How Mature is Your Data Security?

The biggest challenge faced by organisation's in today's environment is protecting their Data. We have seen in recent times numerous successful attacks happening across various industries to steal or leak the data. Some of the know data breaches includes :

  • Sony Pictures : PII, PHI, unreleased films, company e-mails
  • EBay : Encrypted passwords, customer names, e-mail addresses, mailing addresses, phone numbers, dates of birth
  • Target : Credit and debit cards, customer details

The above breaches indicates that size and sector don't matter to attackers. All organizations are vulnerable to attacks, and the consequences can derail companies and their leaders' careers.
A typical approach of organisations to protect data is to implement point solutions to address the issues which are identified during an audit exercise or post identification of an incident. These point solutions provide solutions to specific issue in consideration, leaving aside the holistic picture or need to look at data security from an organisation wide perspective.
One of the key success factors to ensure an effective and efficient approach to securing data is to understand the maturity of data security within the organisation. This can be done by assessing the current maturity at different levels of People, Process and Technology and identifying as-is and target state to be achieved.
A simple 5 point approach to can be adopted to address data security:

  1. Access the current level of maturity with respect to People, Process and Technology.
  2. Understand and Identify the requirements to reach the next level of maturity.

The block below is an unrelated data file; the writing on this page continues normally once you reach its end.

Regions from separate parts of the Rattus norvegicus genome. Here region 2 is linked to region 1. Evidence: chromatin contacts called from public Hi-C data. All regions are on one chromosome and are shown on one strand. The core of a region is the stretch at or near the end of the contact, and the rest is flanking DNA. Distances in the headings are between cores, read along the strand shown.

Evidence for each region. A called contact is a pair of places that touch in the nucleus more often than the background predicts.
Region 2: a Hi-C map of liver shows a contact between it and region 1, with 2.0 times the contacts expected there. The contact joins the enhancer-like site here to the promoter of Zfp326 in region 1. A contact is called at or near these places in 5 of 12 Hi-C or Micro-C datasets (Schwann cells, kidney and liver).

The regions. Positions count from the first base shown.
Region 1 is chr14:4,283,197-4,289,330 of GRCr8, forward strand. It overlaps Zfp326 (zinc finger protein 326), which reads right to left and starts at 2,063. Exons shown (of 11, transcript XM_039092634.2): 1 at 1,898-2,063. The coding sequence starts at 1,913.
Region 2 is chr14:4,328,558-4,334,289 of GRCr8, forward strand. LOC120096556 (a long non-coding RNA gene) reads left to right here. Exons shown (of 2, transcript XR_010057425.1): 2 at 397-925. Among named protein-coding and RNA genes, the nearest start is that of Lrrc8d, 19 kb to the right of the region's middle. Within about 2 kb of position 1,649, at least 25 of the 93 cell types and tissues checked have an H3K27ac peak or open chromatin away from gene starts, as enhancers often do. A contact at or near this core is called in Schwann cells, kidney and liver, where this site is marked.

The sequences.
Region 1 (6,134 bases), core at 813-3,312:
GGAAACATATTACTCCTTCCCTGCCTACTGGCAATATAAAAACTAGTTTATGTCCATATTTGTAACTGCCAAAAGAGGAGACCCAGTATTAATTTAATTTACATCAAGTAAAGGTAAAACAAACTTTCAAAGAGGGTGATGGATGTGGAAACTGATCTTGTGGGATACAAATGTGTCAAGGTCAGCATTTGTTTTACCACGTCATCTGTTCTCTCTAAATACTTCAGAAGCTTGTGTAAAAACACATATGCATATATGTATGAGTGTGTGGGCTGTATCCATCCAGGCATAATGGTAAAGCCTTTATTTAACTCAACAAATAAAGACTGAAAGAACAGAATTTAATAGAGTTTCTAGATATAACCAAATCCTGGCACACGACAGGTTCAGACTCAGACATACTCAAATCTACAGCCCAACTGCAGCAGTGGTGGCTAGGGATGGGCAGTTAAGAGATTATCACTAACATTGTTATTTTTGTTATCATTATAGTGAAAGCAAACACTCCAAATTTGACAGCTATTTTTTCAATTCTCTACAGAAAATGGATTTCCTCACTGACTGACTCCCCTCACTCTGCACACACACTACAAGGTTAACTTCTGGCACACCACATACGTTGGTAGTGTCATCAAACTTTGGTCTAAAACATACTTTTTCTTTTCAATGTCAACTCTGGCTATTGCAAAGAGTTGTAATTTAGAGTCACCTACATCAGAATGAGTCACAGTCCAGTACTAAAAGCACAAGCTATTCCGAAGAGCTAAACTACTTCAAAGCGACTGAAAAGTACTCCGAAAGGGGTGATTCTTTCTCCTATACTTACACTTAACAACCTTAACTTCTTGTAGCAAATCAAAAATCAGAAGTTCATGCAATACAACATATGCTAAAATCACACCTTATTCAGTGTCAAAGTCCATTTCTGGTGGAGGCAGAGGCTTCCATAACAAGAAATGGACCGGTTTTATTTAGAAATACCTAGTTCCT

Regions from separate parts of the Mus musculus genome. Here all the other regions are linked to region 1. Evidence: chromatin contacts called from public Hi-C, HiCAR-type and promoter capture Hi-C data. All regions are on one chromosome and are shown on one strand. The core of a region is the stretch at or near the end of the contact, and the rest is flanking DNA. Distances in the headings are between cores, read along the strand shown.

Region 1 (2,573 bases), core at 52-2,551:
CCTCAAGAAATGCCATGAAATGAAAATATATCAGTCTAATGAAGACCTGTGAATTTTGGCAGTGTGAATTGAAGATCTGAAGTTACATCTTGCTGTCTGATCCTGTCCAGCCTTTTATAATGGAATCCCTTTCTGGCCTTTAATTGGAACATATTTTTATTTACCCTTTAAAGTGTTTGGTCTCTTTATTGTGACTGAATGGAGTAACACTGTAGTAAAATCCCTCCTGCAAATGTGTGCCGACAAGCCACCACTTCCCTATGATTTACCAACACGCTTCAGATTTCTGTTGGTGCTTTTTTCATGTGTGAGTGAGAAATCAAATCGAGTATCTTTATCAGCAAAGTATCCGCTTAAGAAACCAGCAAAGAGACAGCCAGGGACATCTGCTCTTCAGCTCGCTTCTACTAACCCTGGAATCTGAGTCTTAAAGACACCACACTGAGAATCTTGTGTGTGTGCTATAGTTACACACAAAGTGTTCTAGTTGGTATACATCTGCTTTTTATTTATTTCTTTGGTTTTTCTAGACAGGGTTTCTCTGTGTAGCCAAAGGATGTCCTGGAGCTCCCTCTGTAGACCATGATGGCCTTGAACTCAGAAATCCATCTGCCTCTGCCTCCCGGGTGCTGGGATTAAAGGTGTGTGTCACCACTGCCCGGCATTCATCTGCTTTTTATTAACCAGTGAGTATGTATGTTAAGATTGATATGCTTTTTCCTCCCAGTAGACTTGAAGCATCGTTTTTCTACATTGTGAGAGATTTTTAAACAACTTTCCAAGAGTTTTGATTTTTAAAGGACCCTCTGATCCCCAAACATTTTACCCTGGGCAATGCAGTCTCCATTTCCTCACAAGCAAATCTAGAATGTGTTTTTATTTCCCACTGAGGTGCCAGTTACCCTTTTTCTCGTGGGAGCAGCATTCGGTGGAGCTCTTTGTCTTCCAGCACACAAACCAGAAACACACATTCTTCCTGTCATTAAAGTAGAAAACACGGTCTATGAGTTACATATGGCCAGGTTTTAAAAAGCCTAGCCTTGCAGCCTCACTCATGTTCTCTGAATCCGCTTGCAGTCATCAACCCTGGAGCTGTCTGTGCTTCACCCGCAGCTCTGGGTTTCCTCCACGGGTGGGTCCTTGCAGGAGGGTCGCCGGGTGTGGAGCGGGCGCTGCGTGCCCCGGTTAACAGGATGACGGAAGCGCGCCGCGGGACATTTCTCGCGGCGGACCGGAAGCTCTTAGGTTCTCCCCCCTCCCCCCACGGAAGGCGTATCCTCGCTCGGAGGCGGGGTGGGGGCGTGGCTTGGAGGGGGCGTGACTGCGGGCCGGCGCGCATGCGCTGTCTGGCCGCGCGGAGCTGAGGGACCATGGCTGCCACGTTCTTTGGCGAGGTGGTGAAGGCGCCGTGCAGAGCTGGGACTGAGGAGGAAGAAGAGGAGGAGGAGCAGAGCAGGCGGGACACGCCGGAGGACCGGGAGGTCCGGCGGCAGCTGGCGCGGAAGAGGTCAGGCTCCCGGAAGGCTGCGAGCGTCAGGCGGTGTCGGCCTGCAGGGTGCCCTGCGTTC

3. Identify the improvements & respective initiatives required to achieve the next level of maturity.
  4. Prioritise & implement the initiatives to be implemented to reach the to-be sate.
  5. Track, monitor and evaluate the initiatives on agreed parameters e.g. timeline, budget, benefits achieved, risk reduction, control effectiveness, etc.

The three key benefits of using a Data Security Maturity Model are:

  1. The organisation gets a detailed view of where does it stand it terms of the data security capabilities at the key aspects of People, Process and Technology.
  2. It can identify the target state which it wants to achieve based on the risks, resources available and organisation's objective.
  3. It acts as a benchmark to assess the current state and plan future state to keep improving data security capabilities with the organisation.
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There are 2 Comments

We can add "Philosophy" as an overarching maturity measure above People, Process, and Technology.
Immature entities may see Security as a necessary evil and control activity, and possibly as an impediment to doing business. Medium maturity entities might be working to more strongly integrate security into and aligned with the business. High maturity entities recognize security as a core requirement and secure thinking and behavior has become ingrained into the business culture.
We can also add "Data" as a maturity measure. Is sensitive or regulated data everywhere and anywhere? Is there some attempt or project to contain and isolate this data? Or, is it fully contained, isolated, protected, and monitored?

If your replaced "data security" with anything else say "identity management", "enterprise vulnerability management" or even "donut manufacturing procedure" in your simple 5 point approach, how would any of the five points be ay different?